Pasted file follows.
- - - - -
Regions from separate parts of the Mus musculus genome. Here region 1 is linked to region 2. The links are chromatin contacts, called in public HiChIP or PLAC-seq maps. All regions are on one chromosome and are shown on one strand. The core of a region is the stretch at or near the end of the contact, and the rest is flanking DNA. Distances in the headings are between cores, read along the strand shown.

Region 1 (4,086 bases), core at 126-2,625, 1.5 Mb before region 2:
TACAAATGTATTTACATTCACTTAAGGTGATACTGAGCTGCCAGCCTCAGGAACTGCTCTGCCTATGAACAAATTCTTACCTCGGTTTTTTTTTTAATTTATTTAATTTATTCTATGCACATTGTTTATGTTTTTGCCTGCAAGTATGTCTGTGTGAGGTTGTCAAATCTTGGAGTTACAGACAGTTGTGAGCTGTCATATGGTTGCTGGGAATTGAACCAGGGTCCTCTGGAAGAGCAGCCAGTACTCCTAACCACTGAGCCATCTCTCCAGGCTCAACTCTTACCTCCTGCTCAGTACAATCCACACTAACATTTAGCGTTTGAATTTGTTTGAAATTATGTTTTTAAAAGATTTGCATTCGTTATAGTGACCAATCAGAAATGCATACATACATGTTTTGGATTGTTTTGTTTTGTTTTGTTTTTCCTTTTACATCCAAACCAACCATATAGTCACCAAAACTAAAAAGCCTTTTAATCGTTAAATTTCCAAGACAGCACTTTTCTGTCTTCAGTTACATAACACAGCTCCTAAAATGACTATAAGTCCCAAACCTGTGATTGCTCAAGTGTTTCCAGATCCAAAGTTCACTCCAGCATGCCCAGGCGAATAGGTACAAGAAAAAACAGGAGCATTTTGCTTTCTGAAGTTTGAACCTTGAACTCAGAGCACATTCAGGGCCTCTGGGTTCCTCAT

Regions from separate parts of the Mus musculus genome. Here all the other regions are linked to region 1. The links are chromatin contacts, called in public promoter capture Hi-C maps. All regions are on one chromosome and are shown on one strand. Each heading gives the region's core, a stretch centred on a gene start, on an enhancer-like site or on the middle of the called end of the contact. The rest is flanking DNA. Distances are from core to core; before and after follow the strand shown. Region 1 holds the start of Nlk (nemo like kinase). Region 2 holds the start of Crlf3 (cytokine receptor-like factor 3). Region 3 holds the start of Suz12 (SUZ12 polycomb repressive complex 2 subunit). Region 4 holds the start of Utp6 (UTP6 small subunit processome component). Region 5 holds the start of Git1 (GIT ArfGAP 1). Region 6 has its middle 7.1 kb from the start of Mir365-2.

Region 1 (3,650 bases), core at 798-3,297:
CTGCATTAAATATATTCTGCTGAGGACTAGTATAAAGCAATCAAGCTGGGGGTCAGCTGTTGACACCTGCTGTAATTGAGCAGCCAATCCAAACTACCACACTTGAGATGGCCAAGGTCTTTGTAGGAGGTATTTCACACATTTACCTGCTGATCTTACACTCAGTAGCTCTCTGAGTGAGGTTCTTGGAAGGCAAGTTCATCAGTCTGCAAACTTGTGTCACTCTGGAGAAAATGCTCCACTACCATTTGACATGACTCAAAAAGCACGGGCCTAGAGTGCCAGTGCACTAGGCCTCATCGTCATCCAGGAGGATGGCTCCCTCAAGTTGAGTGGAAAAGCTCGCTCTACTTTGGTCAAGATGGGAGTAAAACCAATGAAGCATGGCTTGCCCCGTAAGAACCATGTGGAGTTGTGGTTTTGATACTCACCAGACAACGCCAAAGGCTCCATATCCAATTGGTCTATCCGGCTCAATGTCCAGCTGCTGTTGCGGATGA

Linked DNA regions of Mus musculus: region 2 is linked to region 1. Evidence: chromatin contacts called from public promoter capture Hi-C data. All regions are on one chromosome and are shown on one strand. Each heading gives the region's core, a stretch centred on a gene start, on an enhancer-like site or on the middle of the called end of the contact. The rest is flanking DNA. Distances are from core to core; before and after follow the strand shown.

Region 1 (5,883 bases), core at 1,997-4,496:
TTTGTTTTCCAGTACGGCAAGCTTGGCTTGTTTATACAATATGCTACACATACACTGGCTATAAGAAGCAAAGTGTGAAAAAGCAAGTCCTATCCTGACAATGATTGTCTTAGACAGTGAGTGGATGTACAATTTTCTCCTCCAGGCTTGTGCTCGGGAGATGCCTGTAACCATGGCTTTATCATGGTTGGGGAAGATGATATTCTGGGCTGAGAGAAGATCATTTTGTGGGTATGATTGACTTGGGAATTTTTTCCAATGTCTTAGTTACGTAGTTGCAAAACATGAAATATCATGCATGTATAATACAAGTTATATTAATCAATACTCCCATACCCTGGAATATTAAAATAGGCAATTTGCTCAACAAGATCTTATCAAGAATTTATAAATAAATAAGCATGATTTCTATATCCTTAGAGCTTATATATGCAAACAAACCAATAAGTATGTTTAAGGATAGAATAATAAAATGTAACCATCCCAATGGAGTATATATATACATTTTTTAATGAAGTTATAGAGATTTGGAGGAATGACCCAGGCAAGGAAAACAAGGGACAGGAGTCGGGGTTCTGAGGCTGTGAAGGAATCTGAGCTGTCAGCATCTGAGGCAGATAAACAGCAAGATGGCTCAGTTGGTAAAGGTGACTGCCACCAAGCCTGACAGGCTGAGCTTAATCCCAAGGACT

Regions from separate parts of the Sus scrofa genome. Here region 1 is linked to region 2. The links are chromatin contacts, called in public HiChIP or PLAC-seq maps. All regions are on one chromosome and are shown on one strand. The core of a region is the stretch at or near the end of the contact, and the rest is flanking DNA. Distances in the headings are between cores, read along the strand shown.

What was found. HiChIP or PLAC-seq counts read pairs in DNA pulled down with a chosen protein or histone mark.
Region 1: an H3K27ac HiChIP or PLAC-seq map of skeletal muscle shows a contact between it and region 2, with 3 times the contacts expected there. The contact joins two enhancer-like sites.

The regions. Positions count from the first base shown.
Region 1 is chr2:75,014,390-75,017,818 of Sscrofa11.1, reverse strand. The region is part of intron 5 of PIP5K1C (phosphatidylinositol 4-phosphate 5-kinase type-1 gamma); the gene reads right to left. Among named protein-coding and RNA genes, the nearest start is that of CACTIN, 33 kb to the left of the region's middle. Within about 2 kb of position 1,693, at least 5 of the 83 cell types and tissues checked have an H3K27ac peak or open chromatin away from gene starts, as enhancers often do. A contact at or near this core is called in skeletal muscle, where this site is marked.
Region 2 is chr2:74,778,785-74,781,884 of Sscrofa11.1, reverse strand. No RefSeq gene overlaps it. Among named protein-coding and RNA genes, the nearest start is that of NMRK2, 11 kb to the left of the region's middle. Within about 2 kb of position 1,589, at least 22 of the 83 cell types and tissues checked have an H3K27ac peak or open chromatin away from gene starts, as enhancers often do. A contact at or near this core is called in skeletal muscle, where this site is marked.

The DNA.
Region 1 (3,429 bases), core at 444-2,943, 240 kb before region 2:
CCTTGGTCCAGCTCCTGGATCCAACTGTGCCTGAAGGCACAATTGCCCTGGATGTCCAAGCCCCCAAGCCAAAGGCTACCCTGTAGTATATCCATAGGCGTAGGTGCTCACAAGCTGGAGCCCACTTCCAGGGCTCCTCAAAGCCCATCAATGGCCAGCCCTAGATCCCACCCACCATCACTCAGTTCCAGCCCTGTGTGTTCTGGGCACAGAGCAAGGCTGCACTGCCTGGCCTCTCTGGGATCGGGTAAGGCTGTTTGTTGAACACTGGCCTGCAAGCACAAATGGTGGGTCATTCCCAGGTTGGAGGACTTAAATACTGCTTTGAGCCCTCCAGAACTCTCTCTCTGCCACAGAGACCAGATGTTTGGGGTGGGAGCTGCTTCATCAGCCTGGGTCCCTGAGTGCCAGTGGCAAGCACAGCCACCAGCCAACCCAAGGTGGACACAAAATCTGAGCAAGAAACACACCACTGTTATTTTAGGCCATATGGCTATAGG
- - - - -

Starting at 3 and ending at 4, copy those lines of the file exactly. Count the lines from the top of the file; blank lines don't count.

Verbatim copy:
TACAAATGTATTTACATTCACTTAAGGTGATACTGAGCTGCCAGCCTCAGGAACTGCTCTGCCTATGAACAAATTCTTACCTCGGTTTTTTTTTTAATTTATTTAATTTATTCTATGCACATTGTTTATGTTTTTGCCTGCAAGTATGTCTGTGTGAGGTTGTCAAATCTTGGAGTTACAGACAGTTGTGAGCTGTCATATGGTTGCTGGGAATTGAACCAGGGTCCTCTGGAAGAGCAGCCAGTACTCCTAACCACTGAGCCATCTCTCCAGGCTCAACTCTTACCTCCTGCTCAGTACAATCCACACTAACATTTAGCGTTTGAATTTGTTTGAAATTATGTTTTTAAAAGATTTGCATTCGTTATAGTGACCAATCAGAAATGCATACATACATGTTTTGGATTGTTTTGTTTTGTTTTGTTTTTCCTTTTACATCCAAACCAACCATATAGTCACCAAAACTAAAAAGCCTTTTAATCGTTAAATTTCCAAGACAGCACTTTTCTGTCTTCAGTTACATAACACAGCTCCTAAAATGACTATAAGTCCCAAACCTGTGATTGCTCAAGTGTTTCCAGATCCAAAGTTCACTCCAGCATGCCCAGGCGAATAGGTACAAGAAAAAACAGGAGCATTTTGCTTTCTGAAGTTTGAACCTTGAACTCAGAGCACATTCAGGGCCTCTGGGTTCCTCAT

Regions from separate parts of the Mus musculus genome. Here all the other regions are linked to region 1. The links are chromatin contacts, called in public promoter capture Hi-C maps. All regions are on one chromosome and are shown on one strand. Each heading gives the region's core, a stretch centred on a gene start, on an enhancer-like site or on the middle of the called end of the contact. The rest is flanking DNA. Distances are from core to core; before and after follow the strand shown. Region 1 holds the start of Nlk (nemo like kinase). Region 2 holds the start of Crlf3 (cytokine receptor-like factor 3). Region 3 holds the start of Suz12 (SUZ12 polycomb repressive complex 2 subunit). Region 4 holds the start of Utp6 (UTP6 small subunit processome component). Region 5 holds the start of Git1 (GIT ArfGAP 1). Region 6 has its middle 7.1 kb from the start of Mir365-2.